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Hutchison wins legal challenge to EU veto on O2 takeover

[BRUSSELS] CK Hutchison Holdings has won a victory against a European Union (EU) antitrust decision blocking its £10.3 billion (S$17.97 billion) bid to buy O2 UK from Spain's Telefonica in 2016.

Thursday's ruling by the Luxembourg-based General Court marks a rare setback for the European Commission's competition watchdog, but will cheer a telecoms industry seeking a looser rein on mergers aimed at sharing heavy 5G investments.

Hutchison welcomed the court ruling, criticising regulators for a "misconceived default view" on four-to-three telecoms mergers, which it said had put a brake on consolidation in the sector.

Retired billionaire Li Ka-shing's Hutchison conglomerate had aimed to become Britain's biggest mobile telecoms network operator by combining its Three UK with O2 to compete against BT's EE and Vodafone.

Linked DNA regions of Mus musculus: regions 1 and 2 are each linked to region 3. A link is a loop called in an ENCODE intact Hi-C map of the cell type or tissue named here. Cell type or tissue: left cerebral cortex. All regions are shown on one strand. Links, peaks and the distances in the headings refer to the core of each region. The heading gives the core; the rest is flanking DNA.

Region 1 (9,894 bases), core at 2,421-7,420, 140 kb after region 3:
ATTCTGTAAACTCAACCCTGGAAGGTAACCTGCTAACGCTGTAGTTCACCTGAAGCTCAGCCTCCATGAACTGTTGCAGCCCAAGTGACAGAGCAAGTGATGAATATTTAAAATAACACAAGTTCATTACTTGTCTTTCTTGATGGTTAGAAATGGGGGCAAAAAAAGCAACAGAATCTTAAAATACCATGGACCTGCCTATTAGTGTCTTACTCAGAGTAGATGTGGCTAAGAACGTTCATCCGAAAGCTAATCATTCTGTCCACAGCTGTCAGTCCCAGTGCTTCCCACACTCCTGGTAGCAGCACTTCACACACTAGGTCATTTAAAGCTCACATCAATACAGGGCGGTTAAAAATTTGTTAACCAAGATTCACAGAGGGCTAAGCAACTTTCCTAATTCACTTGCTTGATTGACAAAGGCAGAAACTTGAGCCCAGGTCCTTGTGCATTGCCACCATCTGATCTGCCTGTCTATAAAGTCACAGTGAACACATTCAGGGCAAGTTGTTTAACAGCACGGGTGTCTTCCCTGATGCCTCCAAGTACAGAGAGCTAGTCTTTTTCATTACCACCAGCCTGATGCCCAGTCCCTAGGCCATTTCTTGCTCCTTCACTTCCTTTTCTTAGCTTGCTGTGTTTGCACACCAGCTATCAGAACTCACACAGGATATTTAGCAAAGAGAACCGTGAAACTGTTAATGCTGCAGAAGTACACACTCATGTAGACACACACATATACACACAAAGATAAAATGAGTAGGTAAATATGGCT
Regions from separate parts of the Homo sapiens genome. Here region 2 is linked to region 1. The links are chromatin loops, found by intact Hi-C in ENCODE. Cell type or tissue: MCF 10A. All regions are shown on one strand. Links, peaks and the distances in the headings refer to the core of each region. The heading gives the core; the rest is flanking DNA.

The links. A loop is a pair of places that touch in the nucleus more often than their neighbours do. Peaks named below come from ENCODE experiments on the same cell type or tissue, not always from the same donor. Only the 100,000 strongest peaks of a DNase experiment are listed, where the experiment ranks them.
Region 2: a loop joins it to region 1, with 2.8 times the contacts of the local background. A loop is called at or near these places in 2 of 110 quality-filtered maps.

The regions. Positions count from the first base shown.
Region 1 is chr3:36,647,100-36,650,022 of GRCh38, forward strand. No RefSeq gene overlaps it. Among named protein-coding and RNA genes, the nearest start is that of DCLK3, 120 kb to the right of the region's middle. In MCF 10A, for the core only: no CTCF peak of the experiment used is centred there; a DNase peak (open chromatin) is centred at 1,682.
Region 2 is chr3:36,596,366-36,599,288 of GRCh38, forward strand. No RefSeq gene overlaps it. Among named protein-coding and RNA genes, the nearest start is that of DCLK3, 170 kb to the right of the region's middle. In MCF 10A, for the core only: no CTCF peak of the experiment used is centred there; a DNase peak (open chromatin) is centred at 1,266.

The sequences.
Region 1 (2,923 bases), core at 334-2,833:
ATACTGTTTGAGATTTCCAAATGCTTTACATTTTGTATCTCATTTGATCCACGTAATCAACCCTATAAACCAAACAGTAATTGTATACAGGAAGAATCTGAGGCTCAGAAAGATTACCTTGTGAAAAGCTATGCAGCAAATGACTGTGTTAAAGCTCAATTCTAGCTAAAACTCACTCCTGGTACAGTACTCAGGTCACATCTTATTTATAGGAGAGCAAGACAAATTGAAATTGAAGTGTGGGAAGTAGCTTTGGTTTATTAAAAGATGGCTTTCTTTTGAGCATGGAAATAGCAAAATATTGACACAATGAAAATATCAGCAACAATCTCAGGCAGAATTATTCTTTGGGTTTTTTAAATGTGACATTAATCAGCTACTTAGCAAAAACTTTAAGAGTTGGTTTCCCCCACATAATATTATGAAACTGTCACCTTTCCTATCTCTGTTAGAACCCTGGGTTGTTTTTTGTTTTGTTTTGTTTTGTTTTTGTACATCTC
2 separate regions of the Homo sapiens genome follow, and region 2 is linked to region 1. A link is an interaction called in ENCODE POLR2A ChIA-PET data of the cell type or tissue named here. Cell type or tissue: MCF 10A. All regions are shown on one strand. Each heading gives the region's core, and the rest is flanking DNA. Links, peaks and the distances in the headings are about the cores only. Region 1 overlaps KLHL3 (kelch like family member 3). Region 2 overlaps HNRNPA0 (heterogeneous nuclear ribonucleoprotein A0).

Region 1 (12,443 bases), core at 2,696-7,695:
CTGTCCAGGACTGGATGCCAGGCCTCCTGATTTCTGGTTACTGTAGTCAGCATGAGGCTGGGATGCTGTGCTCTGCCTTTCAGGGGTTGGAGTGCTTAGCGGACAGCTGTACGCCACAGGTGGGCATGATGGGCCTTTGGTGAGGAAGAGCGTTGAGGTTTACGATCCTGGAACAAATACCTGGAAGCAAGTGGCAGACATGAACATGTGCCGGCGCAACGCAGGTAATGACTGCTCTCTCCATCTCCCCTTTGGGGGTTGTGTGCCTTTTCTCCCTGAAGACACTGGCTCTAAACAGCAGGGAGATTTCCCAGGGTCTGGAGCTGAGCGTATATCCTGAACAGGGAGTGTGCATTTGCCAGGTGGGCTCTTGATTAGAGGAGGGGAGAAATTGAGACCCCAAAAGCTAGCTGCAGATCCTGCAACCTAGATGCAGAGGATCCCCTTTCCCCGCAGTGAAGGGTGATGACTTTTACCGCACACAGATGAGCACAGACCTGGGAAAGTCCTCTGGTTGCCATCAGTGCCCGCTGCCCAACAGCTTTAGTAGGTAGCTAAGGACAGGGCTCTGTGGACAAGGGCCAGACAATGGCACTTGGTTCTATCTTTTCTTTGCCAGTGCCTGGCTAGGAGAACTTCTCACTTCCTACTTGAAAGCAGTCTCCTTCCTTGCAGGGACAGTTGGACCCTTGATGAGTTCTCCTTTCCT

The 2016 deal, however, raised red flags with EU competition enforcers, wary of telecoms mergers that reduce the number of players from four to three and could push up prices. Hutchison subsequently appealed the EU veto.

The General Court annulled the EU ruling, saying the watchdog had failed to prove that the merged company would harm competition or raise prices.

Judges also said the commission had confused several concepts and "considerably widened the scope of the rules on concentrations of undertakings and distorted the concept of important competitive force".

The commission said it would analyse the judgement before deciding whether to appeal at Europe's highest court, the EU Court of Justice.

The judgement marks a resounding victory for Hutchison and the entire European mobile telecoms industry and possibly the most important over the last 15 years over mergers, said Douglas Lahnborg, an antitrust partner at law firm Orrick.

"This raises the bar for the commission to prohibit four-to-three transactions, not only in the mobile industry but also other sectors," he said.


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